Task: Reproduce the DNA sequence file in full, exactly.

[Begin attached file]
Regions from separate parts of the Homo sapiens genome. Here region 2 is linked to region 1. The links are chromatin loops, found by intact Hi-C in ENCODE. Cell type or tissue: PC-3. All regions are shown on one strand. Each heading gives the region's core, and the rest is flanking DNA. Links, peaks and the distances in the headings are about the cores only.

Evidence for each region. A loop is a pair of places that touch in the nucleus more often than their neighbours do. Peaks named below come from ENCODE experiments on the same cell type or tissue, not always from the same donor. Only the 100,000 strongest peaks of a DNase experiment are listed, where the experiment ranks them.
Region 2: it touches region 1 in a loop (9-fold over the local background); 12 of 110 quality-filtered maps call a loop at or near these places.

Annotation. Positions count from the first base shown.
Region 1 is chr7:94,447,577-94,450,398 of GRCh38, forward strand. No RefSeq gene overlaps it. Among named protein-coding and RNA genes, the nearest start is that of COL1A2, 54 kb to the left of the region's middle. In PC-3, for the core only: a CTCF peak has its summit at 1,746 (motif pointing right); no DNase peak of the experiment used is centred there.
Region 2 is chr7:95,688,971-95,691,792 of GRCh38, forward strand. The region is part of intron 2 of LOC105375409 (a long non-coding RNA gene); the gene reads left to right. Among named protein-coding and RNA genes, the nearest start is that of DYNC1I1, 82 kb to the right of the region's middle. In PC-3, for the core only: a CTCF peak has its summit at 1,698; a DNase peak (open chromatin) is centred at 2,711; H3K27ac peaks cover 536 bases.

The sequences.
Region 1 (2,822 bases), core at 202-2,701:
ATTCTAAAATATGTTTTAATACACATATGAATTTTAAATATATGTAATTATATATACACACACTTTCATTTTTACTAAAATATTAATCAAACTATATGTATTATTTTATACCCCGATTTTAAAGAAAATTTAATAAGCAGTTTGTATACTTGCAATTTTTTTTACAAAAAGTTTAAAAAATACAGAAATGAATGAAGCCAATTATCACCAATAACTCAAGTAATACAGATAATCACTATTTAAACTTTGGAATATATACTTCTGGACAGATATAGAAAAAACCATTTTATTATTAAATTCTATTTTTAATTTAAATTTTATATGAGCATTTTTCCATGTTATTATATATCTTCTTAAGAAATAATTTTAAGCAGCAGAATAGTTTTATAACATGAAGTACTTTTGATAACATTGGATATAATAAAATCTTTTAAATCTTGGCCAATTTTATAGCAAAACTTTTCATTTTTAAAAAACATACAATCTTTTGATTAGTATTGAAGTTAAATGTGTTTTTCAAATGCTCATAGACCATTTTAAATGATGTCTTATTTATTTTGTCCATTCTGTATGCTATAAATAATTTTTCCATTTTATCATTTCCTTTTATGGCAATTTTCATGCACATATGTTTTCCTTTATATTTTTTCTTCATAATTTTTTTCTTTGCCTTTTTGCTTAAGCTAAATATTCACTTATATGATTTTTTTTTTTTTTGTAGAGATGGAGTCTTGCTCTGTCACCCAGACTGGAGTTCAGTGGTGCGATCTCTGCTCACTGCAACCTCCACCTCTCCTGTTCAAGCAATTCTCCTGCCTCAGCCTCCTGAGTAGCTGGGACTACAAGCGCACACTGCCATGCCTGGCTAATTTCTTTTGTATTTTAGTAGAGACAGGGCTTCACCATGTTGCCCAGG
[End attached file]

Regions from separate parts of the Homo sapiens genome. Here region 2 is linked to region 1. The links are chromatin loops, found by intact Hi-C in ENCODE. Cell type or tissue: PC-3. All regions are shown on one strand. Each heading gives the region's core, and the rest is flanking DNA. Links, peaks and the distances in the headings are about the cores only.

Evidence for each region. A loop is a pair of places that touch in the nucleus more often than their neighbours do. Peaks named below come from ENCODE experiments on the same cell type or tissue, not always from the same donor. Only the 100,000 strongest peaks of a DNase experiment are listed, where the experiment ranks them.
Region 2: it touches region 1 in a loop (9-fold over the local background); 12 of 110 quality-filtered maps call a loop at or near these places.

Annotation. Positions count from the first base shown.
Region 1 is chr7:94,447,577-94,450,398 of GRCh38, forward strand. No RefSeq gene overlaps it. Among named protein-coding and RNA genes, the nearest start is that of COL1A2, 54 kb to the left of the region's middle. In PC-3, for the core only: a CTCF peak has its summit at 1,746 (motif pointing right); no DNase peak of the experiment used is centred there.
Region 2 is chr7:95,688,971-95,691,792 of GRCh38, forward strand. The region is part of intron 2 of LOC105375409 (a long non-coding RNA gene); the gene reads left to right. Among named protein-coding and RNA genes, the nearest start is that of DYNC1I1, 82 kb to the right of the region's middle. In PC-3, for the core only: a CTCF peak has its summit at 1,698; a DNase peak (open chromatin) is centred at 2,711; H3K27ac peaks cover 536 bases.

The sequences.
Region 1 (2,822 bases), core at 202-2,701:
ATTCTAAAATATGTTTTAATACACATATGAATTTTAAATATATGTAATTATATATACACACACTTTCATTTTTACTAAAATATTAATCAAACTATATGTATTATTTTATACCCCGATTTTAAAGAAAATTTAATAAGCAGTTTGTATACTTGCAATTTTTTTTACAAAAAGTTTAAAAAATACAGAAATGAATGAAGCCAATTATCACCAATAACTCAAGTAATACAGATAATCACTATTTAAACTTTGGAATATATACTTCTGGACAGATATAGAAAAAACCATTTTATTATTAAATTCTATTTTTAATTTAAATTTTATATGAGCATTTTTCCATGTTATTATATATCTTCTTAAGAAATAATTTTAAGCAGCAGAATAGTTTTATAACATGAAGTACTTTTGATAACATTGGATATAATAAAATCTTTTAAATCTTGGCCAATTTTATAGCAAAACTTTTCATTTTTAAAAAACATACAATCTTTTGATTAGTATTGAAGTTAAATGTGTTTTTCAAATGCTCATAGACCATTTTAAATGATGTCTTATTTATTTTGTCCATTCTGTATGCTATAAATAATTTTTCCATTTTATCATTTCCTTTTATGGCAATTTTCATGCACATATGTTTTCCTTTATATTTTTTCTTCATAATTTTTTTCTTTGCCTTTTTGCTTAAGCTAAATATTCACTTATATGATTTTTTTTTTTTTTGTAGAGATGGAGTCTTGCTCTGTCACCCAGACTGGAGTTCAGTGGTGCGATCTCTGCTCACTGCAACCTCCACCTCTCCTGTTCAAGCAATTCTCCTGCCTCAGCCTCCTGAGTAGCTGGGACTACAAGCGCACACTGCCATGCCTGGCTAATTTCTTTTGTATTTTAGTAGAGACAGGGCTTCACCATGTTGCCCAGG